Ready When the Time Comes is a program that turns compassion into action by training employees of businesses nationwide to volunteer when disasters strike close to home,” said Gail McGovern, president and CEO of the Red Cross. “We are gratified that Grainger and many other businesses are supporting the training and that so many of their employees have stepped forward to help provide comfort and care to their neighbors in need.”

“We believe the greatest resource the business community can contribute to disaster relief is its employees. Grainger has partnered with the American Red Cross to encourage other companies across the U.S. to support disaster preparedness through the Ready When the Time Comes program,” said Jim Ryan, Chairman, President and Chief Executive Officer, Grainger. “Every day volunteers trained through this program are helping their local chapters respond to disasters. They truly exemplify the “People Power” that is at the foundation of any disaster response. Communities are supported by their helping hands in a crisis and the volunteers themselves are strengthened by supporting their communities.”

The new chapters that will join the program in 2011include the Red Cross King and Kitsap Counties, Seattle, WA; Hawaii State Chapter, Honolulu, HI; Puerto Rico Chapter, San Juan, Puerto Rico; Red Cross of Central Oklahoma Chapter, Oklahoma City, OK; Red Cross of Central Florida Chapter, Orlando, FL; Sacramento Sierra Chapter, Sacramento, CA; Connecticut Chapter, Farmington, CT; Southwest PA Chapter, Pittsburgh, PA; and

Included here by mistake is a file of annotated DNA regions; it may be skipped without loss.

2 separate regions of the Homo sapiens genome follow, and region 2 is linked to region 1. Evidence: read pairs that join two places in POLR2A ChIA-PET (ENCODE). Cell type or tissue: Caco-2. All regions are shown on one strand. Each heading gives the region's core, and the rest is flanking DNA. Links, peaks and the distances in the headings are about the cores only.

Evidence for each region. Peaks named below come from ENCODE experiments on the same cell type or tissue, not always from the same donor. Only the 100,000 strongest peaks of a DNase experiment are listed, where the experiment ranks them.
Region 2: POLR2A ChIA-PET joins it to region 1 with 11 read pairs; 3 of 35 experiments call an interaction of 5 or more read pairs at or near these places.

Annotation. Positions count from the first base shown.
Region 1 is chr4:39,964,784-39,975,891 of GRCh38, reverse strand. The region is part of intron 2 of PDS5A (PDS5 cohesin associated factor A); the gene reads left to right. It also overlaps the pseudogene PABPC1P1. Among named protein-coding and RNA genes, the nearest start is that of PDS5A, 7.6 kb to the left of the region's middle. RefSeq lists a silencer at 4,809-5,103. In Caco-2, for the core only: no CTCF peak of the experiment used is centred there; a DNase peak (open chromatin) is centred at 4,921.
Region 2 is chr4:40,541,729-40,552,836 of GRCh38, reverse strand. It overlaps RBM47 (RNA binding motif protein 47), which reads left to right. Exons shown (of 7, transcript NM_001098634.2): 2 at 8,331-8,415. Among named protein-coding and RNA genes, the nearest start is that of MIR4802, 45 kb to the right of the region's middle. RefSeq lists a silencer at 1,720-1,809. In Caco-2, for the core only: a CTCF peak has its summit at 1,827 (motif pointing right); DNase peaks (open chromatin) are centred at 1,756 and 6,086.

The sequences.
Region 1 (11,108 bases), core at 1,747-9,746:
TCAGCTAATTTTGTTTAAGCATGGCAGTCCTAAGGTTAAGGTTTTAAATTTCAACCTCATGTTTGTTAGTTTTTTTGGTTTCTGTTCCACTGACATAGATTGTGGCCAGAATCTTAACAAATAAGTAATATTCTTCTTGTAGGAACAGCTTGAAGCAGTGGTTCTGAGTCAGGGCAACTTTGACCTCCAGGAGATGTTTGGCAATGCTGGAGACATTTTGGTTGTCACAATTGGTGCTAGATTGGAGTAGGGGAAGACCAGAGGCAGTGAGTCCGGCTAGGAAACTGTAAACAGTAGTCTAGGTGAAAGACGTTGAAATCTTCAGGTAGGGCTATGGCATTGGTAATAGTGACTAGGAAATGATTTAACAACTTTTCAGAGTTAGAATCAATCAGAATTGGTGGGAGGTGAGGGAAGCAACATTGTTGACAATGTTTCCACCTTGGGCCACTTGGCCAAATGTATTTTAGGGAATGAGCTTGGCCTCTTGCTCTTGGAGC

Red Cross of Greater Arkansas, Little Rock, AR. The tenth Red Cross chapter will be announced in the near future.

 About Grainger
W.W. Grainger, Inc. with 2009 sales of $6.2 billion is North America’s leading broad line supplier of maintenance, repair and operating products with an expanding presence in Asia and Latin America.

About the American Red Cross:
The American Red Cross shelters, feeds and provides emotional support to victims of disasters; supplies nearly half of the nation’s blood; teaches lifesaving skills; provides international humanitarian aid; and supports military members and their families. The Red Cross is a charitable organization — not a government agency — and depends on volunteers and the generosity of the American public to perform its mission. For more information, please visit www.redcross.org or join our blog at http://blog.redcross.org.

Finding Your Voice?!

Guest Blog Post by Dawn Miller, Red Cross Communications Volunteer:

Days after Jody’s (Jody is the Volunteer and Communications Director for the chapter) return from the National Volunteer Conference this past June, we met for coffee to discuss her trip and what she had learned. I was really excited to hear her ideas and plans. When she said she wanted more transparency, I said, “Yes!” When she said she wanted more involvement from volunteers, sponsor, donors, board and Red Cross employees, I said, “Yes!” When she said we were going to move the communications in new directions, I said, “Yes!” We were pumped when we got up to go and when she said, “You know …you can write something for the blog in your own voice too,” iced-mocha-latte sprayed out of my mouth and onto the table.

No, that’s not how it really happened. We were pumped and all but when she told me I could write something in my own voice I probably just stared at her. She might have thought I was disinterested or annoyed for all I know. What was really going through my head was shock mixed with a little confusion. My voice?

 Since becoming a volunteer a little over a year ago, I have spent my time trying to find the voice of the Red Cross. I researched past articles and communications and got some guidance there. Some of them were kind of dry and clinical and some of them were warm and a little fun. I tried to take a bit from each hoping to get the perfect mix.